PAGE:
Have a glimpse of Valentino's world through unseen personal pictures and exclusive videos, feeling the thrill of walking the catwalk while the “audience” is dressed in Haute Couture.
Share on facebook
Share on whatsapp
Share on linkedin
Share on twitter

LONDON, United Kingdom — Recently, I had the great opportunity to attend the press conference with Valentino Garavani for the launch of the new exhibition ‘Valentino: Master of Couture’, which is currently running at Somerset House in London.

Valentino himself presenting the show

It was a real thrill to listen to Valentino himself presenting the show to the selected audience, not only for what he represents in the fashion world, but also for the pathos of the moment. Through his words, you could feel the passion that has driven Valentino throughout his 50-year career in the fashion industry, the great expertise he possesses while describing the dresses and his excitement for taking part in such a celebration of his work of arts.

With such a presentation, I visited the exhibition from a completely different perspective: I felt like a guest, welcomed home by the host and given access to the most private rooms secluded to most. The main room that showcases more than 130 hand-crafted designs is marvellously set-up as a catwalk show: in a clever reversal of roles the visitor takes the place of a model walking the catwalk while the “audience” is dressed in Haute Couture while the rows are made up of comfy armchairs showing the A-list sitting.

Valentino: Master of Couture

Patrick Kinmonth, one of the curators of the exhibition explained: “Valentino was very involved in selecting the dresses to show in the exhibition and he kept saying that it was very hard to choose because all the dresses have something to say and a beautiful story behind them. I would say that his selection was made around 2 central leit motifs: on one side the concept of Nature which is celebrated with embroidered snakes, butterflies and flowery patterns. The other one is the concept of Simultaneity: all pieces are simultaneous and contemporary, from the gowns of the 1950s to the last collection there is a great harmony because they all come directly from his vision”.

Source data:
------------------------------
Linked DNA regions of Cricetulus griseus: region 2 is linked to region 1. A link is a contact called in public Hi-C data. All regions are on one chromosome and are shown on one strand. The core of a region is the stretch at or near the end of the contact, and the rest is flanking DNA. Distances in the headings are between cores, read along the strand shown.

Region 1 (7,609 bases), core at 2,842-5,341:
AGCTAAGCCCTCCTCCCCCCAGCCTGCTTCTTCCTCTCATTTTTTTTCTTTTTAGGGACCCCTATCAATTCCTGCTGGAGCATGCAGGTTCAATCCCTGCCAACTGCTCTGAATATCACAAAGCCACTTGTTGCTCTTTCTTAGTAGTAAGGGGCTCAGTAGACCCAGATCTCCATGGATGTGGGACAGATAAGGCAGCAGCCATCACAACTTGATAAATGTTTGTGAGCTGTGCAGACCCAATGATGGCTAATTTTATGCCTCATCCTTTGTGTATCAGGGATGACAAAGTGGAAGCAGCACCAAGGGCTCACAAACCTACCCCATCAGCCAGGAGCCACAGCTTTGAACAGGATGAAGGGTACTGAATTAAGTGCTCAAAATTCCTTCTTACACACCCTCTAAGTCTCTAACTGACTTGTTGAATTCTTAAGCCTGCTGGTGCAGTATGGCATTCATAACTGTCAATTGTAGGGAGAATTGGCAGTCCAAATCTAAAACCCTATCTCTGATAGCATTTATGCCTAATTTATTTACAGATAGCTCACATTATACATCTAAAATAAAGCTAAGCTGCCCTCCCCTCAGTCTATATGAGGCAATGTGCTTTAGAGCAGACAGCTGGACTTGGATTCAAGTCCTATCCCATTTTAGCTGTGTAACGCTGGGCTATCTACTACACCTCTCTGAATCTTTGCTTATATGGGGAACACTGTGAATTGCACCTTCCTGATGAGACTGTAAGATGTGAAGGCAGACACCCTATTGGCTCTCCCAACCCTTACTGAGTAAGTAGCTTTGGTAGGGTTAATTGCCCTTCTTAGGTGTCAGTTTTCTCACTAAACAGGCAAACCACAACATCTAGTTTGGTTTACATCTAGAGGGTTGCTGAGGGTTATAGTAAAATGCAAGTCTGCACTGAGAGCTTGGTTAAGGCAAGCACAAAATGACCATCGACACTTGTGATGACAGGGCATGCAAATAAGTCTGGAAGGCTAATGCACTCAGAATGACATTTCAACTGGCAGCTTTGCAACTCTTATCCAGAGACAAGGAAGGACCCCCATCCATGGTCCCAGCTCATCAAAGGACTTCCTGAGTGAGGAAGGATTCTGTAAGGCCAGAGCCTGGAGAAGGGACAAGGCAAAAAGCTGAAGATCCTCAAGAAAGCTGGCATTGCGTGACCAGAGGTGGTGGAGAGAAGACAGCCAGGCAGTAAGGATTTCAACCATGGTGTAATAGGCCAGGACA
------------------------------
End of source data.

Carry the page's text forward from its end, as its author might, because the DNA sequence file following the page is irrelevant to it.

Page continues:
Of course the selection includes the red taffeta dress worn by actress Anne Hathaway to the 2011 Oscar Academy Awards ceremony, the black velvet gown worn by Julia Roberts at the 2001 Oscar Academy Awards ceremony and the white ecru wedding dress of Jacqueline Kennedy when she married Aristotle Onassis.

Valentino Garavani Virtual Museum
1993 Fall Winter HC Black velvet evening dress white ribbons c Valentino Garavani Virtual Museum worn by Julia Roberts to the 73rd Academy Awards in Los Angeles, 25 March 2001, at which she won Best Actress for Erin Brockovich

An entire room is dedicated to the exquisite gown of Princess Marie-Chantal, made with ten different kinds of lace, and to the Valentino Garavani Museum, which explores Valentino’s legacy even further through interactive and multi-media content. Its development is coordinated by Giancarlo Giammetti, Valentino’s long-life business partner.

The final room of the exhibition is dedicated to the behind the scenes of the Atelier and it represents a very nice glimpse behind the closed doors of Valentino’s world. A series of short films and a table containing samples of techniques show in minute detail the artistry of the “le ragazze” (the girls): the seamstresses, unique to the atelier and to the Italian couture, who crafted the dresses by their hand diligently.

Alistair O’Neill, another curator of the exhibition, explained: “It is a rare privilege to visit the Roman Atelier and we were honoured to being given the possibility to see it after the couture show. We were amazed to understand the highest level of technique that is behind the complexity of haute couture and see where the seamstresses work. It was a source of inspiration while conceiving this exhibition”.

After all, as Karl Lagerfeld said to Valentino gripping his shoulder in a moment of the movie, Valentino: The Last Emperor, “Compared to us, the rest are making rags”.